A howling gale, no sign of Albert’s missing hearing aid, and the great escape by four hens all combined to take the level of grumpiness to new heights this morning. Only the fact that Lady Gaga’s new recordings are due out tomorrow saved the day for the King of Grumps is addicted to the music from planet Mars. For the rest of us this afternoon’s Premiership play-offs offer some diversion although we fear the worst for our heroes from Blackpool.
On days like this the flak directed toward whoever happens to be in government is considerable, and it has to be said that there is considerable scope for ire. The problem with the British political system is that the prime minister is forced to select his ministerial team from elected MPs which makes the choice rather limited, given that most of them have never run anything more testing than a raffle. By my reckoning David Cameron is sitting on five dud eggs and he must yearn for the chance to have a clear-out. But a coalition presents real problems in this regard.
The other problem is that the prime minister decided at the outset to practice the art of delegation. As a former chief executive I could have warned him that this can be a dangerous practice. The theory, as expounded in a thousand management textbooks, is fine but it is based on the assumption that the entire team is comprised of geniuses in the making. Any team selected from a pack of carpet-baggers, PR twerps and good-for-nothings is likely to include some real buffoons in the making and the present cabinet certainly does.
Ken Clarke headed the list even before this week’s ludicrous statement on rape and the idea of slashing prison sentences at a time when over 60 per cent of the population believes that they are already too soft. Next comes Andrew Lansley whose handling of the NHS has reached the point where Number Ten has been obliged to take the project over. Chris Huhne is close behind, having followed up his attack on the government of which he is a part by lurching toward a major scandal involving an allegation that he asked his wife to take speeding points for him.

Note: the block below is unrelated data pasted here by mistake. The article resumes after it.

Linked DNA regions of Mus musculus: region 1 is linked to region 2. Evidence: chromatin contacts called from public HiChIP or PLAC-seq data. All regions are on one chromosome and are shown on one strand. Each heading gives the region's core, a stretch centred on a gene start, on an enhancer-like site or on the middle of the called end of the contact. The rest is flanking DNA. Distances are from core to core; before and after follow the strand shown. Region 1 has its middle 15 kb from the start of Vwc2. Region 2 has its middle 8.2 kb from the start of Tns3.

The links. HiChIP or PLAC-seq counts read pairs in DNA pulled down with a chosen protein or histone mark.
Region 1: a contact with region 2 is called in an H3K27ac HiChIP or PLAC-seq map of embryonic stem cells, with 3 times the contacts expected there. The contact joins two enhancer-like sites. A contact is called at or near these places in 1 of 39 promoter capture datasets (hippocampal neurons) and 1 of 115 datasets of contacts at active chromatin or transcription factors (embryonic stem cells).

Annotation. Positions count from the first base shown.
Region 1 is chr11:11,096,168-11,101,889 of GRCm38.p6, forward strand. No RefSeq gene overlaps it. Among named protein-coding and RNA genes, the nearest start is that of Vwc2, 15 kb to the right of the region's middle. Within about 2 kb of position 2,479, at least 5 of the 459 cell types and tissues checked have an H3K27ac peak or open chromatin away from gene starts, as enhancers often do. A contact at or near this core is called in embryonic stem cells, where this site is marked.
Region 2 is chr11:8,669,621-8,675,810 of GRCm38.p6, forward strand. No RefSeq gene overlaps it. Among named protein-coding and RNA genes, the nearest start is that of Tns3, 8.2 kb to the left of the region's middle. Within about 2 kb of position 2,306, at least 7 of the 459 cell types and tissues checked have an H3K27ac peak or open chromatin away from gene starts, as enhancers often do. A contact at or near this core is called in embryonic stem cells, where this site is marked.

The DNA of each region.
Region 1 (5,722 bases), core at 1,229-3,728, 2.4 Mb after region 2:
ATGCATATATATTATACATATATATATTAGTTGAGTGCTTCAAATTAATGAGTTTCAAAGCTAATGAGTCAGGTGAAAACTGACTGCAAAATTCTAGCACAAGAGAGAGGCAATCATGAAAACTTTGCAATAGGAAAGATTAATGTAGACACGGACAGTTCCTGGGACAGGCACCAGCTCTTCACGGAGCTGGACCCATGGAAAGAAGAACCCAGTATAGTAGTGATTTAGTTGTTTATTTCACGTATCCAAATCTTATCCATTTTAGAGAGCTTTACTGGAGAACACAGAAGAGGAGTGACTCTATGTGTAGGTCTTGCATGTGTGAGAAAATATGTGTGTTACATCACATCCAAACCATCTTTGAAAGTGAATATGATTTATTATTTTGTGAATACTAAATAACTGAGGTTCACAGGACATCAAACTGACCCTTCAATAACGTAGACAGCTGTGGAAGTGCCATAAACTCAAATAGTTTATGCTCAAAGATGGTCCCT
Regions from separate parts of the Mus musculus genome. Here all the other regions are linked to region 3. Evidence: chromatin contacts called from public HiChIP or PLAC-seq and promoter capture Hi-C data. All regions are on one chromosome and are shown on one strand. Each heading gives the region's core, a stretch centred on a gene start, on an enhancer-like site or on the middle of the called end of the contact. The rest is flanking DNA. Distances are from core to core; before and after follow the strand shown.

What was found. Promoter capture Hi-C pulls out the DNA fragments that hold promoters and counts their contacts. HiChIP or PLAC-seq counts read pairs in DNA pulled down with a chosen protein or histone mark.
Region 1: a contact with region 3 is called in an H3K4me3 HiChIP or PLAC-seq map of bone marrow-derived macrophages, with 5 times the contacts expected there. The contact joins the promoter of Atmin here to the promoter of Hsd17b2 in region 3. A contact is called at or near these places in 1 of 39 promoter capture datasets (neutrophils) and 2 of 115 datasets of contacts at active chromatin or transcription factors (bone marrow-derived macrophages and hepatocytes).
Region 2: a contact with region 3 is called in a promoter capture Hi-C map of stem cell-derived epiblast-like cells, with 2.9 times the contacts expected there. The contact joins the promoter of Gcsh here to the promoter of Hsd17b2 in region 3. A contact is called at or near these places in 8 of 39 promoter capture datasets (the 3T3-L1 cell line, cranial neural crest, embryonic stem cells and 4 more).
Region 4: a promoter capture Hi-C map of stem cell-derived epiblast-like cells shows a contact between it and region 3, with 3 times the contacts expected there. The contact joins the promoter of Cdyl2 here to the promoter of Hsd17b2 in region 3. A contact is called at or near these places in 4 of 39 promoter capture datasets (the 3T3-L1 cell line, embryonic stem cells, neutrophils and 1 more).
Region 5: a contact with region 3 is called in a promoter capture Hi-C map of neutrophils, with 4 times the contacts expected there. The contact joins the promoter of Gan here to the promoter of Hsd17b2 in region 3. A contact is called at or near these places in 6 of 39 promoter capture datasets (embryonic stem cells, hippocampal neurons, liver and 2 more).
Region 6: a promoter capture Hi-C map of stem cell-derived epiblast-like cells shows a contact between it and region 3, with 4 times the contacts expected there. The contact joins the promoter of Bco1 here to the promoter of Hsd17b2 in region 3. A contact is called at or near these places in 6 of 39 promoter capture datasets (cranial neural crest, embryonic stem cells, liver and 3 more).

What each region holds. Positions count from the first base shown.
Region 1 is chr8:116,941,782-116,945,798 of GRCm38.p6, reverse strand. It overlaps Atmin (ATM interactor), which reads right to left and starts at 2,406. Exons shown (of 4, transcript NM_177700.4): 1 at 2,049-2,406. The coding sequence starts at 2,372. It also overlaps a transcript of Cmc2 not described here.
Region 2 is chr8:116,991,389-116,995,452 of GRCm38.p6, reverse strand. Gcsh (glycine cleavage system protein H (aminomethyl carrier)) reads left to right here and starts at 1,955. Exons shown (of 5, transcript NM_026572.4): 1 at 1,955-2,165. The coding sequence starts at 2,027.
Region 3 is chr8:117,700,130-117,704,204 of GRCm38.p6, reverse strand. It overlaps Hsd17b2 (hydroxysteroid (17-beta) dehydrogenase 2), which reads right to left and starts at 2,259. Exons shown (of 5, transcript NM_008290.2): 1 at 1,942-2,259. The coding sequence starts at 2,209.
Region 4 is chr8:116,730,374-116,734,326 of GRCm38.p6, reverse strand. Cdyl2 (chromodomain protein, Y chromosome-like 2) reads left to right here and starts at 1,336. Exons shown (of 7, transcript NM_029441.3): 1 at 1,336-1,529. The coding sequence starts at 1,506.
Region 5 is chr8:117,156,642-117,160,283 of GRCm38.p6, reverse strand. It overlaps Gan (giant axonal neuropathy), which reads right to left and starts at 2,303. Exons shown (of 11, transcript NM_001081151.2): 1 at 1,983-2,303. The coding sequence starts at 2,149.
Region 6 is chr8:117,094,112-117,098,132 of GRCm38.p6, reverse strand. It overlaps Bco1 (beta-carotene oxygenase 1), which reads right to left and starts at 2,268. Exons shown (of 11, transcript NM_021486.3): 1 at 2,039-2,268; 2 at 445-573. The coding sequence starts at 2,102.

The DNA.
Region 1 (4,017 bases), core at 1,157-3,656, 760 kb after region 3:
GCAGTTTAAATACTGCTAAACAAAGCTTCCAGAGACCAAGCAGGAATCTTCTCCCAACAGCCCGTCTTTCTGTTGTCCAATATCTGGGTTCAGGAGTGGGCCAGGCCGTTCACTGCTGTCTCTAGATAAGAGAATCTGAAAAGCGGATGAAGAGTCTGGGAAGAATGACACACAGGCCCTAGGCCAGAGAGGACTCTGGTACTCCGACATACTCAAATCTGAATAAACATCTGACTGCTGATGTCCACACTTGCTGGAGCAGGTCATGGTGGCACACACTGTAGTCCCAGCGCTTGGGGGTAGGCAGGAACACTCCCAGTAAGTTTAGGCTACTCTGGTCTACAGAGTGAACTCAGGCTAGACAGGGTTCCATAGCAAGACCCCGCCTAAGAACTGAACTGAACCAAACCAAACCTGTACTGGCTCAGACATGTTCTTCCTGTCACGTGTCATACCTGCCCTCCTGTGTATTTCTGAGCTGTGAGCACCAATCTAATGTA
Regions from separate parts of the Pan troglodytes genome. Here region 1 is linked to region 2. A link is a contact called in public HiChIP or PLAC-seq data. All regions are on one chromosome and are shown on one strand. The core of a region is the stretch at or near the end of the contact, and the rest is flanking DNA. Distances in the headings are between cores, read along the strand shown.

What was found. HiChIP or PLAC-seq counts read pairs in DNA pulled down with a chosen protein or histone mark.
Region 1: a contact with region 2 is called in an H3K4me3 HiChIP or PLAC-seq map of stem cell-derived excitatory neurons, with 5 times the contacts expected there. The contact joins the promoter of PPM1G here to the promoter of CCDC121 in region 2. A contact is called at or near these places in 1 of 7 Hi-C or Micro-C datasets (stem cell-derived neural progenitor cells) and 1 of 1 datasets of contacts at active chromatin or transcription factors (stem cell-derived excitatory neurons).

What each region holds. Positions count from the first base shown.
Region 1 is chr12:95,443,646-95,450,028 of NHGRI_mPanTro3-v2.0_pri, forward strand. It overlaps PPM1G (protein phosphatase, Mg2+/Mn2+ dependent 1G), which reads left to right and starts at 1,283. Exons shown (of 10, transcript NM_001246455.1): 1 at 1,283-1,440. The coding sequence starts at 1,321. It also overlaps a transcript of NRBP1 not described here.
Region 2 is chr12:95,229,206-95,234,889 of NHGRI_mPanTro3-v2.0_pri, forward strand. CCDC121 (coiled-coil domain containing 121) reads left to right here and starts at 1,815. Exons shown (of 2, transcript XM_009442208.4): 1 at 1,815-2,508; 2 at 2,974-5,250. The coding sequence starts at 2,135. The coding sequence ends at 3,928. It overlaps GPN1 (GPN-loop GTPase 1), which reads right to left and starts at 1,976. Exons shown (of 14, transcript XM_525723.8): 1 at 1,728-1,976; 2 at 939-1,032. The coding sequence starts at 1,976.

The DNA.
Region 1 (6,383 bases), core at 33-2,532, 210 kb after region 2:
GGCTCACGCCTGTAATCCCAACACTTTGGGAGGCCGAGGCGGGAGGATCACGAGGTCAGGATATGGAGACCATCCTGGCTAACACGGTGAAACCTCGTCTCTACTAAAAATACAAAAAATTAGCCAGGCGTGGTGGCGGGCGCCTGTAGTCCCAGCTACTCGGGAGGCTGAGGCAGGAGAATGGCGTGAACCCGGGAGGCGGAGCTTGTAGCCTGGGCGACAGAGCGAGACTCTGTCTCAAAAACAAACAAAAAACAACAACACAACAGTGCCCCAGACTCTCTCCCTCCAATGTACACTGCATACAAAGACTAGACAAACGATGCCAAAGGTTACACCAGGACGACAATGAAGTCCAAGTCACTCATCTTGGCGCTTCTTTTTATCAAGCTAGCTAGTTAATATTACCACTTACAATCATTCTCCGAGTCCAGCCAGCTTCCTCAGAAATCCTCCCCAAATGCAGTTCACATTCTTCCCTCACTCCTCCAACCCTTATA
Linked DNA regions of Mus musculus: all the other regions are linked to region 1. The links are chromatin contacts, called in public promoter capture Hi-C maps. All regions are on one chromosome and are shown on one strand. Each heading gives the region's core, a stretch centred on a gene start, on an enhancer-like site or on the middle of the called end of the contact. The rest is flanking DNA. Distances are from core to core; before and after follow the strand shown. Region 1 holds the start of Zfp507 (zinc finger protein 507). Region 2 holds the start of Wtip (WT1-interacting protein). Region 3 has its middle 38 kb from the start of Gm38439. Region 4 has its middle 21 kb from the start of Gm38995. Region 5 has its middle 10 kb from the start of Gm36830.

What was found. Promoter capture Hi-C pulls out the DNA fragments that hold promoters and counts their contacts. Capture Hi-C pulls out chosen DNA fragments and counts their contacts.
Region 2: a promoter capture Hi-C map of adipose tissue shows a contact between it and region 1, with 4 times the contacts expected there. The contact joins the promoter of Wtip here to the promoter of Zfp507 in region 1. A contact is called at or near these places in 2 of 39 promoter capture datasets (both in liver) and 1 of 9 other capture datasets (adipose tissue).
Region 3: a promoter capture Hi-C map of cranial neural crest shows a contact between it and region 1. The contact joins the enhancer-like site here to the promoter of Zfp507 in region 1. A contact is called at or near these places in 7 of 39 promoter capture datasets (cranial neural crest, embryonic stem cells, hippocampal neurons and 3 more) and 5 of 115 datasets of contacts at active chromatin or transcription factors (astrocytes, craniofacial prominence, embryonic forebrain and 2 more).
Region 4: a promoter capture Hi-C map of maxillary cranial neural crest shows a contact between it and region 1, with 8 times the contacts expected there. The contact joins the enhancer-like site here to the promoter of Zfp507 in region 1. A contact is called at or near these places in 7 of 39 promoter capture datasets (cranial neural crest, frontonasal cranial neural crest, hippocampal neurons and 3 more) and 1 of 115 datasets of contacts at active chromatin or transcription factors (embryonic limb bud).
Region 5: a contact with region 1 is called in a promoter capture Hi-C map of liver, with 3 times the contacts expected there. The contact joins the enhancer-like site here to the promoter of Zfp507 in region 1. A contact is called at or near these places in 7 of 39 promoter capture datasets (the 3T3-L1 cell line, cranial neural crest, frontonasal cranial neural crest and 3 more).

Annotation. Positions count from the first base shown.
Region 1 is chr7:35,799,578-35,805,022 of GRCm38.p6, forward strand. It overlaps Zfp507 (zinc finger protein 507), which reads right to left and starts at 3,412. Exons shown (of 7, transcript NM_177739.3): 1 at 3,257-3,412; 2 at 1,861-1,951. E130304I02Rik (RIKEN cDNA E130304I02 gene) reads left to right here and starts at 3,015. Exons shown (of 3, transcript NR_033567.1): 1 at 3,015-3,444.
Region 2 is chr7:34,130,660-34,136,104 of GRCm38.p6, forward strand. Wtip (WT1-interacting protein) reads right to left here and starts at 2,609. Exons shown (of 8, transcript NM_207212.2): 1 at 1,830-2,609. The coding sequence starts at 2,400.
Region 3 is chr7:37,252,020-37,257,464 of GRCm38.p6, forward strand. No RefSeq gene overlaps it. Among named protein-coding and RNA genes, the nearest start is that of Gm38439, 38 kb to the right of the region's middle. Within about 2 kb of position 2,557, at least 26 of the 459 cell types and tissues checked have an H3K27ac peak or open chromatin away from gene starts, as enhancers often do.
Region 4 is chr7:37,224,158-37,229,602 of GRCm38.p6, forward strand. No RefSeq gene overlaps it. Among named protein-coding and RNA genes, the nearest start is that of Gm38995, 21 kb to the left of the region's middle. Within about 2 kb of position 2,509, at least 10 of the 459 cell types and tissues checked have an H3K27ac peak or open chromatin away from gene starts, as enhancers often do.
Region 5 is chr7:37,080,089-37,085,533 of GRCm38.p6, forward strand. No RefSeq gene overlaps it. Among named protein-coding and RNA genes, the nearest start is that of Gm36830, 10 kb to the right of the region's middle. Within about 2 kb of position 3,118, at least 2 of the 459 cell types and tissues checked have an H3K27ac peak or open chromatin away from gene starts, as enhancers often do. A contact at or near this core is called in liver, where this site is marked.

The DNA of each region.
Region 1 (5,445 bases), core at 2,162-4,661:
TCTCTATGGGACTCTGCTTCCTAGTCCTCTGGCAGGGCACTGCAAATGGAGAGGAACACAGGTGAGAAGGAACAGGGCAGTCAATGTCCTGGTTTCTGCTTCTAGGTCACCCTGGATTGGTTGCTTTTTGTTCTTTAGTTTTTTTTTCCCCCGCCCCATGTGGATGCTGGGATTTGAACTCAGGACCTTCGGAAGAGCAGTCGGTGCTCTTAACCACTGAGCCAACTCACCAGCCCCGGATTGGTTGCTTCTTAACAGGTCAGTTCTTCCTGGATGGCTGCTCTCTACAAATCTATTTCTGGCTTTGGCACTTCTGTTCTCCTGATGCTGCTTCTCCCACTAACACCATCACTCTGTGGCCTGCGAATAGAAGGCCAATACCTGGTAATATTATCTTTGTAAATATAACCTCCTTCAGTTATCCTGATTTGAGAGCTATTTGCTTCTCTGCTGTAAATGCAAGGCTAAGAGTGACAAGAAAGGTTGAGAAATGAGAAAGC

Uncle Vince Cable will certainly be on Cameron’s secret sacking list, having been caught talking on tape about using his “nuclear” option of resigning and then performing more U-turns than a Brands Hatch driver. And then there is the Environment Secretary, Caroline Spelman, who triggered national uproar with her proposal to sell off the nation’s forests without even consulting her leader.
David Cameron likes to talk about the ‘Big Society’, about our all being in this together. He would be well advised to try an experiment. Why not bring in Ministers who are not politicians but who have proven expertise in their specialist fields. Of course the political classes would object, turkeys never vote for Christmas. But at least he could then lead in the way he desires, by setting objectives and letting ministers get on with implementation.
Had he, for example, appointed one of the really successful front-line executives in the NHS they would have come up with improvements but ones that are possible and make sense. In every field there are experts who have been there and done it, people like Lansley and the others have no knowledge, no experience and no residue of goodwill to call on.
Certain it is that a cabinet reshuffle is overdue. If Cameron persists with this bunch of idiots or nincompoops he has no chance of winning the next election. Of course, should he lose, the Opposition will take over and bring back from the dead their own no-hopers such as those who paid out millions to private companies for NHS work that they didn’t perform. Unless someone breaks this ludicrous vicious circle we will continue to be the world’s greatest example of incompetence in motion.
I believe that Cameron has it in him to try something new along these lines. The worry would be that, given his penchant for delegation, he might invite Nick Clegg to organise it. Frying pans and fires come to mind!
ANSWERS TO YESTERDAY’S EGGHEAD QUIZ; 1. Groove between nose and lip 2. 1940s 3. Architecture 4. Joseph Black 5. Benjamin Britten 6. Ian Woosnam 7. Russia 8. Family Plot 9. Sri Lanka 10. Flushing Meadow, New York